By Marco Scacchi
Just few weeks before the beginning of the Operation Pillar of Defense, the emir of Qatar became the first head of state to officially visit the Palestinian enclave of Gaza, ending more than five years of diplomatic isolation for Hamas- since the Hamas-Fatah conflict broke out. This visit represents a new set of challenges for Palestinian unity and for the region’s geopolitical equilibrium as well.
The emir’s visit is part of a wider Qatari policy to raise the country’s international profile by way of its sizable fiscal resources. Doha has indeed opened its wallet, vowing $250 million earlier this year- a sum that was increased to $400 million upon the emir’s arrival in Gaza. Though such a sum of money will be seen as important by the government in Gaza, it is markedly less so for Doha.
Last year, Qatar became one of the fastest growing economies in the Middle East thanks to its large natural gas and oil reserves.
Money is not the most important point of Sheik Hamad Bin Khalifa Al-Thani’s trip. The emir’s visit has to be seen in a wider context: by breaking Hamas’ isolation and the de-facto recognition of its leadership in Gaza, Doha has strengthened the militant group against its West Bank counterpart- Fatah- threatening to deepen the estrangement between the two political factions. Hamas can now count on Qatari money and, as events have recently shown, Egyptian support in the diplomatic realm. Consequently, the potential for peace with Tel Aviv will be adversely affected as the idea of two-party peace talks becomes less and less realistic.
This new diplomatic spring between Egypt and Hamas began as soon as Mohammed Morsi won the presidential elections in June this year; since then the regime has adopted a sympathetic stance toward Hamas – an offshoot of the Muslim Brotherhood. Morsi has thus allowed Sheik Hamad into the Gaza Strip, a passage that former Egyptian President Hosni Mubarak- a staunch ally of Israel- would never have approved.
Even from the Israeli point of view- at least in terms of security outlook- it would be better to have a Qatar-controlled Gaza than have it under the influence of Tehran. Israel, together with the Palestinian Authority, seems to view this new embrace of Gaza by Qatar with distress. It should be stressed however that despite those concerns Iran seems to be the main loser in this dynamic, even if the country it is still deeply involved with Hamas, as it demonstrated recently by sending military aid to Gaza in response to the Israeli Operation Pillar of Defense.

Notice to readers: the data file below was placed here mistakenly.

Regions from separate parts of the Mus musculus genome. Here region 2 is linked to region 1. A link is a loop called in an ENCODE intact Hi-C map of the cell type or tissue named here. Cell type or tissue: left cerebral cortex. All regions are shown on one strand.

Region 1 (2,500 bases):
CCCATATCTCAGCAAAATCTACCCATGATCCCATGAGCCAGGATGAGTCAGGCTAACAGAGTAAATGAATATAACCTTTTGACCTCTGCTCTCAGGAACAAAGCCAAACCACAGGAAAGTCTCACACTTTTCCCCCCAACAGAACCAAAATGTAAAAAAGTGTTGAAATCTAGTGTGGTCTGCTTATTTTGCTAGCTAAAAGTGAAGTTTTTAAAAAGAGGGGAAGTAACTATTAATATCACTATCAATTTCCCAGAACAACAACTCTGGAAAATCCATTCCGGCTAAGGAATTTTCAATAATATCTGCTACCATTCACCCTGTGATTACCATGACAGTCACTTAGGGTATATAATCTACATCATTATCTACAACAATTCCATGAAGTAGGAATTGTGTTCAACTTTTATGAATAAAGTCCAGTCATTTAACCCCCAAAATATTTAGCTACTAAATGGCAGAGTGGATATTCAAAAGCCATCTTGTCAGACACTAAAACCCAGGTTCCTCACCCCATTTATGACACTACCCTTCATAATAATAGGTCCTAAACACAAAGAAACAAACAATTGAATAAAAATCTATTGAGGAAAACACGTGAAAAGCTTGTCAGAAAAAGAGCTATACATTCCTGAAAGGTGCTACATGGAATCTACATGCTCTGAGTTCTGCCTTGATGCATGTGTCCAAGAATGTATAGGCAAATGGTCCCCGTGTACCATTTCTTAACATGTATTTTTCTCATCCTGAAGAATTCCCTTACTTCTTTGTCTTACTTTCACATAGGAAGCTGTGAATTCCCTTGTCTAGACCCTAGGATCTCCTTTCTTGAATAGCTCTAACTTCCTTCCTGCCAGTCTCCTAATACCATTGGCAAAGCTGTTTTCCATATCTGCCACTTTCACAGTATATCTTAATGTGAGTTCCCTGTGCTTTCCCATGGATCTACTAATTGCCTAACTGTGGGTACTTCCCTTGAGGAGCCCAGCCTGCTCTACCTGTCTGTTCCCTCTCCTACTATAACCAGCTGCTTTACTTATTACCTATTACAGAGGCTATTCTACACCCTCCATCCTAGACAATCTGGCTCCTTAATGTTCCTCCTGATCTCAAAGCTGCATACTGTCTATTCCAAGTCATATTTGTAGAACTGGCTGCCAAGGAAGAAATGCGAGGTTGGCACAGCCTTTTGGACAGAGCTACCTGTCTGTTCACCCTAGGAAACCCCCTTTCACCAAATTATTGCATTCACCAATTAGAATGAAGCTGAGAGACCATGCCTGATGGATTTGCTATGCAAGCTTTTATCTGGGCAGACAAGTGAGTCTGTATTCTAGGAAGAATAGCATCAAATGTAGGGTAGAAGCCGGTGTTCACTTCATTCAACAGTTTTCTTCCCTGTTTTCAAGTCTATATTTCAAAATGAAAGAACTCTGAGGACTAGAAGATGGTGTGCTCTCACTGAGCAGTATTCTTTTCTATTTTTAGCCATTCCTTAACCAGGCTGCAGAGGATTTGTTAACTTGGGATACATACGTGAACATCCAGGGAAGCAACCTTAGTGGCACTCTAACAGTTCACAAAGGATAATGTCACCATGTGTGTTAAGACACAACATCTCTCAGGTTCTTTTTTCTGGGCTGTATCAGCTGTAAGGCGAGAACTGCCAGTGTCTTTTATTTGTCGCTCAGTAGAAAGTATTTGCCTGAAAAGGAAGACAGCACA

The aim of the Qatari leader’s visit is part of a larger Qatari policy to reorient Iranian alliances in the Middle East and to win Hamas over to the side of the pro-Western countries like Egypt, Turkey and Saudi Arabia, a move that would reshape the regional geopolitical equation, sealing off Iran in the Near East (with the likely exception of Shiite Hezbollah). This new policy is most apparent in Syria, where Qatar is supporting the insurgency, but Qatar’s new activism is evident in Gaza as well, where Doha has likely decided to take action precisely because of the Hamas break from Iran, which came to the surface when Hamas refused to take sides in the Syrian civil war due to its principle of non-intervention in the internal affairs of other Arab states, putting the strong Iran-Hamas alliance in jeopardy.
Regardless of the outcome, it is clear that Al-Thani’s trip has met with success; the Qatari head of state has indeed been able to break the diplomatic isolation of Gaza proposing his country as a reliable partner for the economic and political rebuilding of the Gaza Strip.
Marco Scacchi is a contributor to Geopoliticalmonitor.com